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How do you integrate (ln(x))^2? dx

by maxfails
Tags: integrate, lnx2
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maxfails
#1
Jan29-09, 10:19 AM
P: 11
it seems you cant use the property ln x^n = n ln x.

I'm thinking there's integration by parts involved but not sure.
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tiny-tim
#2
Jan29-09, 10:33 AM
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Quote Quote by maxfails View Post
I'm thinking there's integration by parts involved but not sure.
Hi maxfails!

Yes, use integration by parts with 1 as the function.
fundoo
#3
Jan29-09, 10:34 AM
P: 7
ln xn = t
x = et
dx = et dt

so initial eqn becomes

[tex]\int t^n e^t dt[/tex]

and now integrate by parts

optics.tech
#4
Jan29-09, 01:17 PM
P: 80
How do you integrate (ln(x))^2? dx

ln xn = t
x = et
dx = et dt

so initial eqn becomes

[tex]\int t^n e^t dt[/tex]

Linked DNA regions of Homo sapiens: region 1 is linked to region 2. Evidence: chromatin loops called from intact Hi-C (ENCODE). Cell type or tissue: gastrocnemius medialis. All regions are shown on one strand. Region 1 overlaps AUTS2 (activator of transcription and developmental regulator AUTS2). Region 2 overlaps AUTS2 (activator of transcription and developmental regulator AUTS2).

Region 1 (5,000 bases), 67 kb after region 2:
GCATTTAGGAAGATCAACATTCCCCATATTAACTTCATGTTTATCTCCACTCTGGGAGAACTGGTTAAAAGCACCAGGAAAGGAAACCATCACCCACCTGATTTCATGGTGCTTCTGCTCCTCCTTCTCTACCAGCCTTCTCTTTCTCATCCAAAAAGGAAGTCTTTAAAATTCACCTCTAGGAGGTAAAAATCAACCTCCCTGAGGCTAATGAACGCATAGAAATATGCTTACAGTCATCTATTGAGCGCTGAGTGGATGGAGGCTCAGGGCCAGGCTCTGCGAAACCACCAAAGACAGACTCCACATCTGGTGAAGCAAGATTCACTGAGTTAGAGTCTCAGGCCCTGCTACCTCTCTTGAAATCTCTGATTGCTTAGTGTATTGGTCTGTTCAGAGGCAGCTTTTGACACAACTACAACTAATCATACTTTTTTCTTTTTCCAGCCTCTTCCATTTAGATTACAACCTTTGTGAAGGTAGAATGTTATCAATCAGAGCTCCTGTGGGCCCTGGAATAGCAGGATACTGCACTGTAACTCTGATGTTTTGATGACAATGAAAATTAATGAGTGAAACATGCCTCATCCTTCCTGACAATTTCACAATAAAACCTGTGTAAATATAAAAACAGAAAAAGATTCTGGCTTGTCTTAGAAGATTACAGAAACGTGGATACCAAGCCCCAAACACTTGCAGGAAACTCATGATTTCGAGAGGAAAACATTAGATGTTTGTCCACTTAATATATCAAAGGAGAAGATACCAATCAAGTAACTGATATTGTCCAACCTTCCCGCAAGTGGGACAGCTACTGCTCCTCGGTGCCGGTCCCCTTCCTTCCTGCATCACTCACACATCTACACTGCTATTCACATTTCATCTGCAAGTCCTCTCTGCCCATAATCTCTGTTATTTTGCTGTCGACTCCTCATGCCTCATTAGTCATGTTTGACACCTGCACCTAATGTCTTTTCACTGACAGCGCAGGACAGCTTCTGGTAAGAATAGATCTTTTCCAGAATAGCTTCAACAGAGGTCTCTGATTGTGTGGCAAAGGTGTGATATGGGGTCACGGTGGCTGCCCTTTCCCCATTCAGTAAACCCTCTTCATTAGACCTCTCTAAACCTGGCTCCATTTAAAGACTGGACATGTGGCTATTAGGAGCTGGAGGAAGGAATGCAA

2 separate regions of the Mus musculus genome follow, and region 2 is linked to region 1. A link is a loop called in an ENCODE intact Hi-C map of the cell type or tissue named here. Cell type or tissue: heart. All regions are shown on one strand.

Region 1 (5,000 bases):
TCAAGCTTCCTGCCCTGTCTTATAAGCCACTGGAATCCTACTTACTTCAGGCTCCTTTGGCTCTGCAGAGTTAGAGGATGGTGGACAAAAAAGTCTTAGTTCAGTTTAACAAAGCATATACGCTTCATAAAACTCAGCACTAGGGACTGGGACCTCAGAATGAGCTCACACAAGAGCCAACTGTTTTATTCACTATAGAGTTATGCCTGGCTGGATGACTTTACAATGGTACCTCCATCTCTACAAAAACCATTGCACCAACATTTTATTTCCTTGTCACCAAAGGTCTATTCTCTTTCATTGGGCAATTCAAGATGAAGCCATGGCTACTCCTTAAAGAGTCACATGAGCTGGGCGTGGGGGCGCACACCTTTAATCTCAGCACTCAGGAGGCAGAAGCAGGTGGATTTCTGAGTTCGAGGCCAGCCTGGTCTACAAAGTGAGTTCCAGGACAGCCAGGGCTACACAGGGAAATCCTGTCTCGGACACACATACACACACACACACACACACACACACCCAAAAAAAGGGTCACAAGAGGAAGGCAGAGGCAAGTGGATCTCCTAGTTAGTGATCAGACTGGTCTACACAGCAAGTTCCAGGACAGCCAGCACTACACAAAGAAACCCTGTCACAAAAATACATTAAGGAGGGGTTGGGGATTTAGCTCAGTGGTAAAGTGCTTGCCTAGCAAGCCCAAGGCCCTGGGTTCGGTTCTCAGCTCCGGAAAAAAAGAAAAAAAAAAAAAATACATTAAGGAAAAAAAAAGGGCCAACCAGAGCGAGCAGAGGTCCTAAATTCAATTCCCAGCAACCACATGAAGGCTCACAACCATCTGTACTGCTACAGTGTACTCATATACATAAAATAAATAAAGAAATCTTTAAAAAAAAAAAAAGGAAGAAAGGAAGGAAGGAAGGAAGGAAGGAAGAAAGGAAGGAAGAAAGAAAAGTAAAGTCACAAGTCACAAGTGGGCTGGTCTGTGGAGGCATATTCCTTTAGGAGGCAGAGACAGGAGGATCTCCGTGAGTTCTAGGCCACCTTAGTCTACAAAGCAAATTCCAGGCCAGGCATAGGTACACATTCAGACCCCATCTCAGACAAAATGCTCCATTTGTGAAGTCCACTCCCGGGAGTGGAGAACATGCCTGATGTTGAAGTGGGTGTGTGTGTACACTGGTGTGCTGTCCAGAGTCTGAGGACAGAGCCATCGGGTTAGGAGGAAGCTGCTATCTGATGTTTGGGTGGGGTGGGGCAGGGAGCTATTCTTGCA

[tex]ln \ x^n = t[/tex]

[tex]e^{ln \ x^n} = e^t[/tex]

[tex]x^n=e^t[/tex]

[tex]\frac{d}{dt} \ (x^n)=\frac{d}{dt} \ (e^t)[/tex]

[tex]0=e^t[/tex]

remember that:

[tex]x=exp \ y \Leftrightarrow y=ln \ x[/tex]

So

[tex]0=e^t \Leftrightarrow t = ln \ 0[/tex]

Since ln 0 is undefined, so t is undefined too...

jostpuur
#5
Jan29-09, 02:32 PM
P: 2,068
Quote Quote by maxfails View Post
it seems you cant use the property ln x^n = n ln x.
The problem is that this formula is [itex]\ln(x^n)=n\ln(x)[/itex], but you are now interested in [itex](\ln(x))^n[/itex] which is different. You probably knew this, but didn't sound very sure about it.

I'm thinking there's integration by parts involved but not sure.
Well tiny-tim of course answered quite sufficiently already, but I thought I would like to say that personally I like writing recursive formulas such as this:

[tex]
(\ln(x))^n = D_x \big(x(\ln(x))^n\big) - n(\ln(x))^{n-1}
[/tex]

fundoo, optics.tech, those were quite confusing comments
NoMoreExams
#6
Jan29-09, 02:32 PM
P: 626
Umm there's a difference between (ln(x))^2 and ln(x^2). The first is what you seem to have, the latter is 2*ln(x).


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